Figure 2. Synthetic Aperture Radar (SAR) image of the oil spill taken at 11:53pm EDT May 20, 2010, by the European Space Agency's ENVISAT satellite. The plume of oil being drawn south towards the Loop Current appears truncated, and very little oil may be flowing south. Image credit: Center for Southeastern Tropical Advanced Remote Sensing, University of Miami Rosenstiel School of Marine and Atmospheric Science. SAR images have a resolution of 8 - 50 meters, and can be taken through clouds and precipitation.
Oil now 350 miles due west of Key West
Satellite imagery from today's 12:15pm EDT pass of NASA's Terra satellite (Figure 3) shows that a narrow ribbon of oil is caught in the Loop Current. The oil has moved south and then southwest, and the leading edge of the oil is now about 350 miles due west of Key West, Florida. The oil is substantial enough to modify the cumulus clouds in the Gulf of Mexico, though NOAA characterizes this portion of the oil spill as "numerous light sheens with some emulsified patties and streams." The oil is now headed away from the Keys towards a major kink in the Loop Current. By Saturday, the oil should double back towards the Keys in a eastward flowing branch of the Loop Current, and will likely pass just south of Key West by Tuesday. However, this is not a sure thing. As I discussed in my post Wednesday, the Loop Current is very unstable right now, and is ready to cut off into a giant clockwise-rotating eddy, an event that occurs every 6 - 11 months. This event could occur today or tomorrow, in which case the ribbon of southwestward-moving oil would turn due west and then north, eventually winding up back near the site of the Deepwater Horizon blowout. Roffer's Ocean Fishing Forecast Service has a nice discussion on the possibility of the Loop Current cutting off into a Loop Current Eddy. Keep in mind, though, that during the first month that a Loop Current Eddy forms, it exchanges a considerable amount of water with the Loop Current. Even if a Loop Current Eddy forms today, I still expect we will see some oil make the turn eastward and flow past the Florida Keys by Wednesday.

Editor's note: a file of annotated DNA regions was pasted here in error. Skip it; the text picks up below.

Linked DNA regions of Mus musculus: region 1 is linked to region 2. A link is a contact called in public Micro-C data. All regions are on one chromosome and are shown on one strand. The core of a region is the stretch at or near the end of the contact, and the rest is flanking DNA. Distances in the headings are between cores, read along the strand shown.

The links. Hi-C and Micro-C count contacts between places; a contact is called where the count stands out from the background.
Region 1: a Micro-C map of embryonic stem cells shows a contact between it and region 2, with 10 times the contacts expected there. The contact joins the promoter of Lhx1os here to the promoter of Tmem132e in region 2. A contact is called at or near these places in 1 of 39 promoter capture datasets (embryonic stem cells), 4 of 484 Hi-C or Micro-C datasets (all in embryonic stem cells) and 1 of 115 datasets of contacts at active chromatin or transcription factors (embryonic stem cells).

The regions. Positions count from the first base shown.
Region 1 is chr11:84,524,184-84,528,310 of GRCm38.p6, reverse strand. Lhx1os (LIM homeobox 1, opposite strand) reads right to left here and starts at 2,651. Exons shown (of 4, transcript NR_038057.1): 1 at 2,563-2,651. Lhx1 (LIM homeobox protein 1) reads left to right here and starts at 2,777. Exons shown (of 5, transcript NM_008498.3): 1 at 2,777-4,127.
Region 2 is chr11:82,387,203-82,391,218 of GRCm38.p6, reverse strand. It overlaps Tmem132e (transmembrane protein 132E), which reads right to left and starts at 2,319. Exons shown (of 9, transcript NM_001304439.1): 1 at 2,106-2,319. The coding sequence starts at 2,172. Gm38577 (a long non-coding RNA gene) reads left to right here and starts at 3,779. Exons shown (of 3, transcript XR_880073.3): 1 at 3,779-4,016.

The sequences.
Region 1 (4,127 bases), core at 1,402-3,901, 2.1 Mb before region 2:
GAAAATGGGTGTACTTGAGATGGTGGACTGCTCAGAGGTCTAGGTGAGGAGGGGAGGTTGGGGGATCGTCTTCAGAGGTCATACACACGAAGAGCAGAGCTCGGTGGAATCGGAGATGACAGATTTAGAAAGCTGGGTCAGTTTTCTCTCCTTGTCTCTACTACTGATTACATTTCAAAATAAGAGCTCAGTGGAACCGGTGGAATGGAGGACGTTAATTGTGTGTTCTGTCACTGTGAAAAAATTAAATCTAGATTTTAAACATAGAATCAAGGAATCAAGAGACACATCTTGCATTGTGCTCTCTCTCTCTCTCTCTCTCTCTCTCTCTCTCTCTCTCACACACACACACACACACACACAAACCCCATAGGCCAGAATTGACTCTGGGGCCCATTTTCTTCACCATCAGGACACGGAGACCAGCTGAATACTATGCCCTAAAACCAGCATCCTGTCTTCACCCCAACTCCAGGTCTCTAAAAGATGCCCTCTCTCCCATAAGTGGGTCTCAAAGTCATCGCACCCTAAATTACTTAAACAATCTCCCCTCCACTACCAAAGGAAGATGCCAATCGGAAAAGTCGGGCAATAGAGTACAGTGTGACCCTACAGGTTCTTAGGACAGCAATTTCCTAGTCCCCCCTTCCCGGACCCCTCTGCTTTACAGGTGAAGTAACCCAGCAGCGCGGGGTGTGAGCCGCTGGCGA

Figure 3. Visible satellite image from NASA's MODIS instrument for 12:15pm EDT May 21, 2010. I've enhanced the region along the eastern boundary of the Loop Current showing the south and southwestward moving ribbon of oil. Note that the oil is substantial enough to be affecting the low level cumulus clouds along portions of the ribbon of oil. The oil has reached the latitude of the Florida Keys.
Oil spill resources
My post Wednesday with answers to some of the common questions I get about the spill
My post on the Southwest Florida "Forbidden Zone" where surface oil will rarely go
My post on what oil might do to a hurricane
NOAA trajectory forecasts
Deepwater Horizon Unified Command web site
Oil Spill Academic Task Force
University of South Florida Ocean Circulation Group oil spill forecasts
ROFFS Deepwater Horizon page
Surface current forecasts from NOAA's HYCOM model
Synthetic Aperture Radar (SAR) imagery from the University of Miami
I'll be back with a new post Saturday afternoon.